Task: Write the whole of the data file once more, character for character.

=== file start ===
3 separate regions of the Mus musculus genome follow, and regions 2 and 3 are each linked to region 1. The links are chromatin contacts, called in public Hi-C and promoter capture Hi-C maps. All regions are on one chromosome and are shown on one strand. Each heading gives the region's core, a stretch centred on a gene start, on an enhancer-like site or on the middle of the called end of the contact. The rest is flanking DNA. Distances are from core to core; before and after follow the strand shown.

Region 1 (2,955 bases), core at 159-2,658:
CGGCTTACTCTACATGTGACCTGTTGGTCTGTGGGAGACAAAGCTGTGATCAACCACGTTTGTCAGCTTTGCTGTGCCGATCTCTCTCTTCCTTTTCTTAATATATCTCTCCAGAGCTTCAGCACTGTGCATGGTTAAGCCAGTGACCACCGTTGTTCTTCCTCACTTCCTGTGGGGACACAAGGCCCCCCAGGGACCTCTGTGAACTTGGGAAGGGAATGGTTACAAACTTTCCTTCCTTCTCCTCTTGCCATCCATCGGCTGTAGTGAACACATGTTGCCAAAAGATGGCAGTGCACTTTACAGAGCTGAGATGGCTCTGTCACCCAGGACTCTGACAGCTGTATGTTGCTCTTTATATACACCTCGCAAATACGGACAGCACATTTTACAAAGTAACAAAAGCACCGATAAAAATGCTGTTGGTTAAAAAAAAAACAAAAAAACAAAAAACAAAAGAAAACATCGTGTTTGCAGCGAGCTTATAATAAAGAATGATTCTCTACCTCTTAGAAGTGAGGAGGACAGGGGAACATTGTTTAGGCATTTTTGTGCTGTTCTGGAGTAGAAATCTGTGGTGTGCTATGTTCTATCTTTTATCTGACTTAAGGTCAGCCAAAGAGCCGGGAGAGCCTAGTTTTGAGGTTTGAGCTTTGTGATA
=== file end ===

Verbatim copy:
3 separate regions of the Mus musculus genome follow, and regions 2 and 3 are each linked to region 1. The links are chromatin contacts, called in public Hi-C and promoter capture Hi-C maps. All regions are on one chromosome and are shown on one strand. Each heading gives the region's core, a stretch centred on a gene start, on an enhancer-like site or on the middle of the called end of the contact. The rest is flanking DNA. Distances are from core to core; before and after follow the strand shown.

Region 1 (2,955 bases), core at 159-2,658:
CGGCTTACTCTACATGTGACCTGTTGGTCTGTGGGAGACAAAGCTGTGATCAACCACGTTTGTCAGCTTTGCTGTGCCGATCTCTCTCTTCCTTTTCTTAATATATCTCTCCAGAGCTTCAGCACTGTGCATGGTTAAGCCAGTGACCACCGTTGTTCTTCCTCACTTCCTGTGGGGACACAAGGCCCCCCAGGGACCTCTGTGAACTTGGGAAGGGAATGGTTACAAACTTTCCTTCCTTCTCCTCTTGCCATCCATCGGCTGTAGTGAACACATGTTGCCAAAAGATGGCAGTGCACTTTACAGAGCTGAGATGGCTCTGTCACCCAGGACTCTGACAGCTGTATGTTGCTCTTTATATACACCTCGCAAATACGGACAGCACATTTTACAAAGTAACAAAAGCACCGATAAAAATGCTGTTGGTTAAAAAAAAAACAAAAAAACAAAAAACAAAAGAAAACATCGTGTTTGCAGCGAGCTTATAATAAAGAATGATTCTCTACCTCTTAGAAGTGAGGAGGACAGGGGAACATTGTTTAGGCATTTTTGTGCTGTTCTGGAGTAGAAATCTGTGGTGTGCTATGTTCTATCTTTTATCTGACTTAAGGTCAGCCAAAGAGCCGGGAGAGCCTAGTTTTGAGGTTTGAGCTTTGTGATA